Photo: Thrive Global

I became friends recently with a guy who grew up in Oxford, Ohio. Unsurprisingly, I told him about some of my experiences as a student there in the late 70’s. Which meant I told him how I met my wife while we both worked at the Burger Chef on High Street.

For younger readers, Burger Chef was kind of a McDonald’s wannabe. Instead of a Big Mac, Burger Chef sold a “Big Chef” — same two all- beef patties, special sauce, lettuce, cheese pickles, onions on a sesame seed bun” – just a different name. Sadly (or maybe not), the chain doesn’t exist anymore. But we are still married. So there’s that.

My friend found it funny that I worked there. And I suppose it was, especially as I recall my polyester uniform and the paper cap that shoved atop my curly mop of hair. And that wasn’t even the most ridiculous work attire I ever wore. I was a waiter for a while at a place called “Smuggler’s Inn” where I had to wear a puffy pirate shirt. It could have been worse – there was no parrot or eye patch. But I have to say, all of my part time experience in the restaurant was unbelievably valuable. And it helps me to this day.

That may seem like a strange comment for a lawyer. I am not routinely called upon to whip up a BLT for my clients. But there are other skills honed in kitchens and dining rooms. Such as? Working in a kitchen demands organization. If you’re going to need tomatoes during rush hour, you’d better slice a bunch of them in advance. If a ticket has an order for steak which takes 10 minutes to prepare and an order for fried chicken that takes 5 minutes, you better start the steak before the chicken. The point is any project requires coordination. In the legal world, and in the world of litigation, the process of putting a case together is a series of moving parts – and it’s critical to think through how to make them all sync. It’s not sliced tomatoes, but the concept is the same.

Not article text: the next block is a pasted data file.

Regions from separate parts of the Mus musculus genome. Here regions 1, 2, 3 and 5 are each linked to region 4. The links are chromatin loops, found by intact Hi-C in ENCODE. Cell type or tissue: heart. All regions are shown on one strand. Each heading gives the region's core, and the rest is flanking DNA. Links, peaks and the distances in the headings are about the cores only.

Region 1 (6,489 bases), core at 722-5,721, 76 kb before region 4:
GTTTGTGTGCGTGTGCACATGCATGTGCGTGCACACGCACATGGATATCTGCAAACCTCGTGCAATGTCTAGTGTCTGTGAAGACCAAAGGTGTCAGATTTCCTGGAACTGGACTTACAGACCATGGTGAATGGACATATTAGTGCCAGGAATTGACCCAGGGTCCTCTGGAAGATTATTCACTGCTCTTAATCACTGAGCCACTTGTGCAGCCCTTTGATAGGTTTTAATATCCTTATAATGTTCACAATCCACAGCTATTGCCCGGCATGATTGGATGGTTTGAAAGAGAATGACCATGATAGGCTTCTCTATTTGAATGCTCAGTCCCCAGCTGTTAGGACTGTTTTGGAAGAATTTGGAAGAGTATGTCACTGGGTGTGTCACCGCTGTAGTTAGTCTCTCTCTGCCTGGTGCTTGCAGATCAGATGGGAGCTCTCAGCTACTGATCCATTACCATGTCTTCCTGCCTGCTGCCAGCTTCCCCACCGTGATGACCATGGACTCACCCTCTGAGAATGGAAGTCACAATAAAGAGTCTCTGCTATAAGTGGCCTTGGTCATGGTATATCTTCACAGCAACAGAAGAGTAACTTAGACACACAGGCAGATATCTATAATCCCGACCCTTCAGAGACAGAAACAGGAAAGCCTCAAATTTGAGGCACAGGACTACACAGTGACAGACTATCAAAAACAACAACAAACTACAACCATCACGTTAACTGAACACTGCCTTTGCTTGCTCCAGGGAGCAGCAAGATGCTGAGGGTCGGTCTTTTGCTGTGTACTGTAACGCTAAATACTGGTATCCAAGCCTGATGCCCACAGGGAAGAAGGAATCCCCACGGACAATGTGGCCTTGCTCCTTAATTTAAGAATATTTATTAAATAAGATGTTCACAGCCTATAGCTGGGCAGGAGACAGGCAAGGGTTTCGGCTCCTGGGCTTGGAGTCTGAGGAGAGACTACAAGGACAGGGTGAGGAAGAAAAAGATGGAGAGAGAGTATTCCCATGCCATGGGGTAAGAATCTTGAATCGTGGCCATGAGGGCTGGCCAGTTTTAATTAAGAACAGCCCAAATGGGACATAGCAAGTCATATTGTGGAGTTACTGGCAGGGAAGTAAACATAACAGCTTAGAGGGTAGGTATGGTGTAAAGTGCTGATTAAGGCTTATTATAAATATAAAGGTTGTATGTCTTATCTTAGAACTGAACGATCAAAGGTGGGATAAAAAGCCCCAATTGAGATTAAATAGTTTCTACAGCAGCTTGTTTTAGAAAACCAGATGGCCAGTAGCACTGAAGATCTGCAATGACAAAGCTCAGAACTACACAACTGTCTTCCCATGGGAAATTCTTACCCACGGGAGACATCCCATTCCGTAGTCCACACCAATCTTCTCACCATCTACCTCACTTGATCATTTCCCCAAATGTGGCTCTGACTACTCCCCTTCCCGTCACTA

And of course the restaurant business is a service industry, which means it’s a people business. The best servers (even ones in puffy shirts) get a sense of what their customers want. They read moods and faces and make suggestions of menu items or specials. They pick up on facial expressions and eye contact. The best ones anticipate what their customers want, and more importantly what their customers need. And of course the legal industry is a service oriented, people business as well. Good lawyers need to read the moods and faces of judges and jurors. But more importantly we need to anticipate the needs and wants of our clients. Good restaurant servers and good lawyers are proactive.

And in my own case, the most important lesson I learned in any restaurant came in my first job. Without going into detail, I made a major mistake. And then, about an hour later, I did it again. The exact same idiotic thing. Had the owner of the restaurant been a better businessman, he would have fired me on the spot. Had I been his lawyer, I would have assured him he had cause. But he didn’t fire me. He gave me a another chance, and I like to think over time I rewarded his confidence. But the lesson of compassion and empathy was a gift that has made me a better person and better lawyer.

And that is surely food for thought.